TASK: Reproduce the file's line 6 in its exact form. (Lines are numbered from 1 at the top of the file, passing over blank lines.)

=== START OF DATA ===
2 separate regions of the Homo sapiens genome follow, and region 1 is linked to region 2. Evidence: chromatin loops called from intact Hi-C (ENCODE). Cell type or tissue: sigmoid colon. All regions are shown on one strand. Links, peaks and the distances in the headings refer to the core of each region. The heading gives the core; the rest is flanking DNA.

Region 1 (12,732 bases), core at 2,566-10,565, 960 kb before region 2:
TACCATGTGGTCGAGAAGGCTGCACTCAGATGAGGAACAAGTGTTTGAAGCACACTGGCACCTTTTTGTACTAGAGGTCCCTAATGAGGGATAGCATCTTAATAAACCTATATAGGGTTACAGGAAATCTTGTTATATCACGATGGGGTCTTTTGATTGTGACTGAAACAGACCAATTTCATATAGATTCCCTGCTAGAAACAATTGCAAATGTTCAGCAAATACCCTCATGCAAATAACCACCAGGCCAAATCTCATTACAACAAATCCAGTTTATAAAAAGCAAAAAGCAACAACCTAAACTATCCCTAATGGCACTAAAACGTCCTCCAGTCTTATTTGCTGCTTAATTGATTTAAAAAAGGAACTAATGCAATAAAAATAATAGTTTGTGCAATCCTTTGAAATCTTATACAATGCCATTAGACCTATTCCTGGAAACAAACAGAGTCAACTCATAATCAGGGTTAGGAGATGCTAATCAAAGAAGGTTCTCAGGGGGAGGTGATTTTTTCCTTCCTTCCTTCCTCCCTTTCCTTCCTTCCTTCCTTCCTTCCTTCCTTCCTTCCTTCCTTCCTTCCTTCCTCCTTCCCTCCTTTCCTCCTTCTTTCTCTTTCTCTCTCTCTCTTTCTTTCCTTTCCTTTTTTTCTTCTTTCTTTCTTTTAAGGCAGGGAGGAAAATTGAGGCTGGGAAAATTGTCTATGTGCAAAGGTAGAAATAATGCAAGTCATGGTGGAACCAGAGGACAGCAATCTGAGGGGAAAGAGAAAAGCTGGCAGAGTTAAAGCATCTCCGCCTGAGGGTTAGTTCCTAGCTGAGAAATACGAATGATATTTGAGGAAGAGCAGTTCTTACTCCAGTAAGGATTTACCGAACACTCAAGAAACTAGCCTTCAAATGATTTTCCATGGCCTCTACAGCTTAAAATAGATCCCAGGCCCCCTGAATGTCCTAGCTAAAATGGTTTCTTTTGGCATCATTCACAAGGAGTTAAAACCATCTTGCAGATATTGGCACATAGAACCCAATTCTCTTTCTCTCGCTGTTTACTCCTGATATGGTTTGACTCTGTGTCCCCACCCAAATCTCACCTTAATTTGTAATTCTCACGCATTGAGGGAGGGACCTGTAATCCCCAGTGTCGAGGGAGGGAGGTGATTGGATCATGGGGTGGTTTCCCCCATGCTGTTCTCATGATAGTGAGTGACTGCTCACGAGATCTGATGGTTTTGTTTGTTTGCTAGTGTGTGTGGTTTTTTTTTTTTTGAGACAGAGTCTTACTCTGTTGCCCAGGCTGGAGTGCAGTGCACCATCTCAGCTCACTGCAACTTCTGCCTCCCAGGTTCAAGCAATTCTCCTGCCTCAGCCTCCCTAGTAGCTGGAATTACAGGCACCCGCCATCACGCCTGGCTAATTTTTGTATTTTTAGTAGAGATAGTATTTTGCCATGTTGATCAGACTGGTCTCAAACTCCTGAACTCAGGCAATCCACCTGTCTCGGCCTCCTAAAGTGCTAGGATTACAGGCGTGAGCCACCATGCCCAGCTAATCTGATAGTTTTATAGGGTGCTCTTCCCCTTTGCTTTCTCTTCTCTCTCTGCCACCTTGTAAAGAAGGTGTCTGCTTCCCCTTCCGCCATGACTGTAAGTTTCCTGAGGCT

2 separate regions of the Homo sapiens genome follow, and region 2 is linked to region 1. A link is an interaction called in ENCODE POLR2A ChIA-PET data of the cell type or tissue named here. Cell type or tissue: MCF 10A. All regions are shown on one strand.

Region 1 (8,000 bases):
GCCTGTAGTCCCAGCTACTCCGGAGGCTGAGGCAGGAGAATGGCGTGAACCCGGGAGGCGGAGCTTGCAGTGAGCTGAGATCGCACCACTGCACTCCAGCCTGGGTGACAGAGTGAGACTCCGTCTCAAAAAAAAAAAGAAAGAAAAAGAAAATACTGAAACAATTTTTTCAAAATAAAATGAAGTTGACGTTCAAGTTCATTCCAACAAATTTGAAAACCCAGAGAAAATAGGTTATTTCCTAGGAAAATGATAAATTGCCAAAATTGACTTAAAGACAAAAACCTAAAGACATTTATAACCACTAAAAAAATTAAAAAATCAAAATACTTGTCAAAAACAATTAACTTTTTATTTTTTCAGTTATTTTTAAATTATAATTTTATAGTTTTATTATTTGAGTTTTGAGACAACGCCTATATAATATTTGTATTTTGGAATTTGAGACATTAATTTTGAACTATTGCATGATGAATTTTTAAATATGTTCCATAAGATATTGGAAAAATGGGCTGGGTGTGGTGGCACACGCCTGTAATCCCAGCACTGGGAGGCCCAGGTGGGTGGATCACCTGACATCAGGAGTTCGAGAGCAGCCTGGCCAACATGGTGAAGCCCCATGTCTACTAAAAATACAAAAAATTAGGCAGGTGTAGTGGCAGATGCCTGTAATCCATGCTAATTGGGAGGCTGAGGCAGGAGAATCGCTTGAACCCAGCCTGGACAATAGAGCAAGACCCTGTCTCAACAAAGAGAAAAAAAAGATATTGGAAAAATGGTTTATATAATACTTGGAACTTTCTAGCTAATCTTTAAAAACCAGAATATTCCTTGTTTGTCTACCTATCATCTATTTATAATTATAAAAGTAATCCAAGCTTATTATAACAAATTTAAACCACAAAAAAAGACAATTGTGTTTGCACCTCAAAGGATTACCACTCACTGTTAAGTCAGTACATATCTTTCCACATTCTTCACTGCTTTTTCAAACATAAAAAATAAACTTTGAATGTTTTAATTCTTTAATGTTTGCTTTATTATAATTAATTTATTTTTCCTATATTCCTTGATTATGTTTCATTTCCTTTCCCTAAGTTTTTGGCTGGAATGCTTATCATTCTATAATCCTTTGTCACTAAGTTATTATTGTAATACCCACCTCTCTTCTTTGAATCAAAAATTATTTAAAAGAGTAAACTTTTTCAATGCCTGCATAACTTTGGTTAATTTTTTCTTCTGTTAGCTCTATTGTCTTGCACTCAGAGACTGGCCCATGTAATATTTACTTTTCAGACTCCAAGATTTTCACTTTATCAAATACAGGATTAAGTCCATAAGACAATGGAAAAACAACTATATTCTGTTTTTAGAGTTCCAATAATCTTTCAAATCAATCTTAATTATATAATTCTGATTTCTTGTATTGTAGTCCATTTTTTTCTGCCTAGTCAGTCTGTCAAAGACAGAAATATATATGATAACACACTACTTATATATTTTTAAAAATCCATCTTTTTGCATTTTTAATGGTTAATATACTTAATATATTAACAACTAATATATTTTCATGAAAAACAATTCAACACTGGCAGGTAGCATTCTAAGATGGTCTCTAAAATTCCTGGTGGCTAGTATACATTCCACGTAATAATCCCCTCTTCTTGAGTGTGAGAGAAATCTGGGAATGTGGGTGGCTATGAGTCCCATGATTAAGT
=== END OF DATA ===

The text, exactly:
GCCTGTAGTCCCAGCTACTCCGGAGGCTGAGGCAGGAGAATGGCGTGAACCCGGGAGGCGGAGCTTGCAGTGAGCTGAGATCGCACCACTGCACTCCAGCCTGGGTGACAGAGTGAGACTCCGTCTCAAAAAAAAAAAGAAAGAAAAAGAAAATACTGAAACAATTTTTTCAAAATAAAATGAAGTTGACGTTCAAGTTCATTCCAACAAATTTGAAAACCCAGAGAAAATAGGTTATTTCCTAGGAAAATGATAAATTGCCAAAATTGACTTAAAGACAAAAACCTAAAGACATTTATAACCACTAAAAAAATTAAAAAATCAAAATACTTGTCAAAAACAATTAACTTTTTATTTTTTCAGTTATTTTTAAATTATAATTTTATAGTTTTATTATTTGAGTTTTGAGACAACGCCTATATAATATTTGTATTTTGGAATTTGAGACATTAATTTTGAACTATTGCATGATGAATTTTTAAATATGTTCCATAAGATATTGGAAAAATGGGCTGGGTGTGGTGGCACACGCCTGTAATCCCAGCACTGGGAGGCCCAGGTGGGTGGATCACCTGACATCAGGAGTTCGAGAGCAGCCTGGCCAACATGGTGAAGCCCCATGTCTACTAAAAATACAAAAAATTAGGCAGGTGTAGTGGCAGATGCCTGTAATCCATGCTAATTGGGAGGCTGAGGCAGGAGAATCGCTTGAACCCAGCCTGGACAATAGAGCAAGACCCTGTCTCAACAAAGAGAAAAAAAAGATATTGGAAAAATGGTTTATATAATACTTGGAACTTTCTAGCTAATCTTTAAAAACCAGAATATTCCTTGTTTGTCTACCTATCATCTATTTATAATTATAAAAGTAATCCAAGCTTATTATAACAAATTTAAACCACAAAAAAAGACAATTGTGTTTGCACCTCAAAGGATTACCACTCACTGTTAAGTCAGTACATATCTTTCCACATTCTTCACTGCTTTTTCAAACATAAAAAATAAACTTTGAATGTTTTAATTCTTTAATGTTTGCTTTATTATAATTAATTTATTTTTCCTATATTCCTTGATTATGTTTCATTTCCTTTCCCTAAGTTTTTGGCTGGAATGCTTATCATTCTATAATCCTTTGTCACTAAGTTATTATTGTAATACCCACCTCTCTTCTTTGAATCAAAAATTATTTAAAAGAGTAAACTTTTTCAATGCCTGCATAACTTTGGTTAATTTTTTCTTCTGTTAGCTCTATTGTCTTGCACTCAGAGACTGGCCCATGTAATATTTACTTTTCAGACTCCAAGATTTTCACTTTATCAAATACAGGATTAAGTCCATAAGACAATGGAAAAACAACTATATTCTGTTTTTAGAGTTCCAATAATCTTTCAAATCAATCTTAATTATATAATTCTGATTTCTTGTATTGTAGTCCATTTTTTTCTGCCTAGTCAGTCTGTCAAAGACAGAAATATATATGATAACACACTACTTATATATTTTTAAAAATCCATCTTTTTGCATTTTTAATGGTTAATATACTTAATATATTAACAACTAATATATTTTCATGAAAAACAATTCAACACTGGCAGGTAGCATTCTAAGATGGTCTCTAAAATTCCTGGTGGCTAGTATACATTCCACGTAATAATCCCCTCTTCTTGAGTGTGAGAGAAATCTGGGAATGTGGGTGGCTATGAGTCCCATGATTAAGT